Somebody wants to visit SCOTUS

Somebody in California wants to get a free trip to D.C..

State panel outlaws ‘dark money’ in California political campaigns

The state’s campaign finance watchdog agency on Thursday adopted new requirements that nonprofit groups that contribute through a federal political action committee to support or oppose ballot measures or candidates in California must disclose their donors.

“The amendment to this regulation clarifies that so-called ‘dark money,’ originating from nonprofit or other organizations whose donors are not disclosed, is not permitted in California elections,” said Hyla P. Wagner, general counsel for the state Fair Political Practices Commission in a report to the panel.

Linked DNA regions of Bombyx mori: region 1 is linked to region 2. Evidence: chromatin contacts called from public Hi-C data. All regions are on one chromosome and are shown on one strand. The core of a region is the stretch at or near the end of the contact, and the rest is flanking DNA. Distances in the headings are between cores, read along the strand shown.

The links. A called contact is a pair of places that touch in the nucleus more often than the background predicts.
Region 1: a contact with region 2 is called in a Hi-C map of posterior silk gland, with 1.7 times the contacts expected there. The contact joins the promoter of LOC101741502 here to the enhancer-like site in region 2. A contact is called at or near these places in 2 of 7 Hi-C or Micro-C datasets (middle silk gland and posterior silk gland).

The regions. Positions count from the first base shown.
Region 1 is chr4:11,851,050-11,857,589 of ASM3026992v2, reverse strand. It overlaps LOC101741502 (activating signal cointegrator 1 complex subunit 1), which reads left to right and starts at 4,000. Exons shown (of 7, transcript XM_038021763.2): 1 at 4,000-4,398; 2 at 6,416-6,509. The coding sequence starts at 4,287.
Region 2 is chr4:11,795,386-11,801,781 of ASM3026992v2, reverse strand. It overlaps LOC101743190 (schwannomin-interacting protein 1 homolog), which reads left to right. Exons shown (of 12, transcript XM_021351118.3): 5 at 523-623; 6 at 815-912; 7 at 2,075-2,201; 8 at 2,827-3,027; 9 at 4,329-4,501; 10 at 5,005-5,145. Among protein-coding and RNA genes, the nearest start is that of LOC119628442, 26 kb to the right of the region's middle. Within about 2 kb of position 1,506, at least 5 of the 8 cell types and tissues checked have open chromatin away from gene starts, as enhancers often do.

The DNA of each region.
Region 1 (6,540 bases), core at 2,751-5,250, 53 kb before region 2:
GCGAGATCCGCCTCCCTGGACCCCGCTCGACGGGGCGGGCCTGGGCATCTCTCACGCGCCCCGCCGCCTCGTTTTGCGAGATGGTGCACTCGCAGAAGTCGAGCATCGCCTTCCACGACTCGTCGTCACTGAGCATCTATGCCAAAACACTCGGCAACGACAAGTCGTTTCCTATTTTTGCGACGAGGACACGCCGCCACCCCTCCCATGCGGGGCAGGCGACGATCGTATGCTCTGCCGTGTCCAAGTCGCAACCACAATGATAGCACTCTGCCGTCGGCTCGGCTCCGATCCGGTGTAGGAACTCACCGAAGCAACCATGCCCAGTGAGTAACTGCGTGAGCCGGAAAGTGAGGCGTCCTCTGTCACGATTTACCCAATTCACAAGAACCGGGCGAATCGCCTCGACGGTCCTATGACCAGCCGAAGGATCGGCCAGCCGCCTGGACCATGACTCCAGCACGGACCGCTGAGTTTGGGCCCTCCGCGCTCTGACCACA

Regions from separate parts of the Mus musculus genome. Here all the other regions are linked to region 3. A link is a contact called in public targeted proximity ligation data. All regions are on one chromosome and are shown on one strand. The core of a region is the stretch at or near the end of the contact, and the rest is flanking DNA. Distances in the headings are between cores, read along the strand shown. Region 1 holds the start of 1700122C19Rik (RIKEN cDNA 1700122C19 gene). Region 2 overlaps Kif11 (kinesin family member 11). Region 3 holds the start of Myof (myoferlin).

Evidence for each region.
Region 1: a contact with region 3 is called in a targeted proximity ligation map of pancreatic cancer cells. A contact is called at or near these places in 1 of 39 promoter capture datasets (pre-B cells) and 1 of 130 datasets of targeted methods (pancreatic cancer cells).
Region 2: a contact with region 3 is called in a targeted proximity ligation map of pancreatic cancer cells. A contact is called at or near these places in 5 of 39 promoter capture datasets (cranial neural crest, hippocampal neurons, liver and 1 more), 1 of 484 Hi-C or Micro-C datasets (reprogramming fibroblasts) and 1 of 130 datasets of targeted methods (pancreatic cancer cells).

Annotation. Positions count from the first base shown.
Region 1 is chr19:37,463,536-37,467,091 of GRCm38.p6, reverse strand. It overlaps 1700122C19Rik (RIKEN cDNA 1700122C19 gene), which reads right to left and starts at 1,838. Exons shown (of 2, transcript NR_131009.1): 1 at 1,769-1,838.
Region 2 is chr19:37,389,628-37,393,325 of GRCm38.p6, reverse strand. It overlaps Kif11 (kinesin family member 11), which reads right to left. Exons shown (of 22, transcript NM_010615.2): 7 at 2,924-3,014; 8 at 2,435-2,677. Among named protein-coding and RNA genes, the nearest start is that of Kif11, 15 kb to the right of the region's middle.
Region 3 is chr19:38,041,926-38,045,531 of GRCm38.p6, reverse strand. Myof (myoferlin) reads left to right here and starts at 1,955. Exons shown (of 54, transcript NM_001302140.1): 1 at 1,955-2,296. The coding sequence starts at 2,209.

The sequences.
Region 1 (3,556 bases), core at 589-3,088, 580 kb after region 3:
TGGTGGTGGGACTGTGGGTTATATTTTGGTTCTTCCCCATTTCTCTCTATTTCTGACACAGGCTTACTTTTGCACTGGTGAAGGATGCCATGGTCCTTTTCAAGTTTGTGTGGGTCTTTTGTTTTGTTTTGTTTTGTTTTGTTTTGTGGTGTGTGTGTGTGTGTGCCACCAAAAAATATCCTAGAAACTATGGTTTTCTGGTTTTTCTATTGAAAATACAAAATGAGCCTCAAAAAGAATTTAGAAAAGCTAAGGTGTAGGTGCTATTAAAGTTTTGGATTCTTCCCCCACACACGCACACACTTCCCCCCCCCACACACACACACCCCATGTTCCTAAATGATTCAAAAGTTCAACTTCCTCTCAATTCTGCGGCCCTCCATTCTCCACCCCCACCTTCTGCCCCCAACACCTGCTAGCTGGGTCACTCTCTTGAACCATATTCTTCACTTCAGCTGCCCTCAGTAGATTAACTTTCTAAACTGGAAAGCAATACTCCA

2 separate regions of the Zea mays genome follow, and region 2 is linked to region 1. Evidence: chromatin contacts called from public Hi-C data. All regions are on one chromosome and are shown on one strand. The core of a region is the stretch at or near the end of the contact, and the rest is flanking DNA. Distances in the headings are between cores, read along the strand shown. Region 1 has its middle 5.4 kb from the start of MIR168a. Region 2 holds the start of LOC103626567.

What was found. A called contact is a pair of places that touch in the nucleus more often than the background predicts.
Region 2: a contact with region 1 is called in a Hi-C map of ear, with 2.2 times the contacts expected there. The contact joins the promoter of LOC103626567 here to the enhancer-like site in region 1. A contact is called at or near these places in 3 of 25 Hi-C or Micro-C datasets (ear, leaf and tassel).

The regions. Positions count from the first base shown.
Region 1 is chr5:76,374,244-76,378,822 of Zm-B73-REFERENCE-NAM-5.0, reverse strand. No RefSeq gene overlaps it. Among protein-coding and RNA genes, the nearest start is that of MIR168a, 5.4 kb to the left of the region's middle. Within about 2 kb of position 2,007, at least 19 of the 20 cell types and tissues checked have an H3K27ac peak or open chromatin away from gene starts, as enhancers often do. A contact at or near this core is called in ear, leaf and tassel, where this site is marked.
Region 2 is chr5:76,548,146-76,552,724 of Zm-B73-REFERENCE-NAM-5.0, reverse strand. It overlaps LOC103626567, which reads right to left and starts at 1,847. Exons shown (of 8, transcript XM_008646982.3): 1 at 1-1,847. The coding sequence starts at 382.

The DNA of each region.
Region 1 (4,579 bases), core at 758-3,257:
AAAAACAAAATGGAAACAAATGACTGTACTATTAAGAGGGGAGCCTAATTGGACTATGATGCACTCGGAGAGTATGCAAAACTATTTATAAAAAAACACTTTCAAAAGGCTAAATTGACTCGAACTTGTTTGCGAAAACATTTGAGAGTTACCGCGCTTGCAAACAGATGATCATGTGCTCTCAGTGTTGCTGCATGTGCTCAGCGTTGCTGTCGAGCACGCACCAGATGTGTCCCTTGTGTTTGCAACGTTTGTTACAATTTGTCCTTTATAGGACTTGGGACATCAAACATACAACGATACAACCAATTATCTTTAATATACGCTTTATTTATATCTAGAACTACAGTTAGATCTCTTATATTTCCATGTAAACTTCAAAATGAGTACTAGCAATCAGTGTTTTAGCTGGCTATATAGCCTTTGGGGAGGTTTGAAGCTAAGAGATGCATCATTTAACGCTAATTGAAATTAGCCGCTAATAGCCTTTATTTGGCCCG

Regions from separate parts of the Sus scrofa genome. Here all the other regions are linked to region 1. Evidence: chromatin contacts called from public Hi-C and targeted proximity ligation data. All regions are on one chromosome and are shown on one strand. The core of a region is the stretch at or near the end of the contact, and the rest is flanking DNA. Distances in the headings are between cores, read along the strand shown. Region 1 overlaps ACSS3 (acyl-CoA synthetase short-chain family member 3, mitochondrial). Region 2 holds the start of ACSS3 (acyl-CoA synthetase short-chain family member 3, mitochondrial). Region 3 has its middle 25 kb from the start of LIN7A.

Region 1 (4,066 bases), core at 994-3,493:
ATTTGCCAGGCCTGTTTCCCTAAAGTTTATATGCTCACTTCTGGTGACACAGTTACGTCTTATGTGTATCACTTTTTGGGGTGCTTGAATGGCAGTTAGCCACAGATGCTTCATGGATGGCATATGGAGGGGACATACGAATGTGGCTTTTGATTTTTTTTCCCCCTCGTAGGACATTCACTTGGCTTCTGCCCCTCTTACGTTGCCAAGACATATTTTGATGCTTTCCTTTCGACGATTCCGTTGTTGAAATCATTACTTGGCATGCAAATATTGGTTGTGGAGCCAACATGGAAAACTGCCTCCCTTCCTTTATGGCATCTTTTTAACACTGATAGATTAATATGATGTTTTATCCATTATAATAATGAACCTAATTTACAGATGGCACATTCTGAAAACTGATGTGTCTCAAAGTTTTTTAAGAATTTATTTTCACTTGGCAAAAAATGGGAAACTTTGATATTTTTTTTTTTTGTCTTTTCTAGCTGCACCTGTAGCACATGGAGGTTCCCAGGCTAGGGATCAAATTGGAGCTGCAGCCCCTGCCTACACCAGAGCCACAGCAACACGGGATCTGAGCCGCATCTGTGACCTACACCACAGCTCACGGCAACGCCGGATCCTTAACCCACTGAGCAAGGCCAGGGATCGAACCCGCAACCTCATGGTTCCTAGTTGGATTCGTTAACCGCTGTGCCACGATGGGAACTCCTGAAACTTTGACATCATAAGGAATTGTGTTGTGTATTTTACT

While I generally support open disclosure laws, the ability to be anonymous is currently the law of the land. Good luck with that.

This entry was posted in Life in the Atomic Age. Bookmark the permalink.

1 Response to Somebody wants to visit SCOTUS

  1. Rolf says:

    I always figured the best campaign finance reform would be that any actual person eligible to vote could contribute as much as they wanted, personally. Their name and $$$ figure would go on the donor list when the check/money gets deposited. Anything more than $100 and the donor gets put on the PUBLIC list. No other “special interest” corporation, organization, or “non-people” entity could donate to a candidate campaign.

Comments are closed.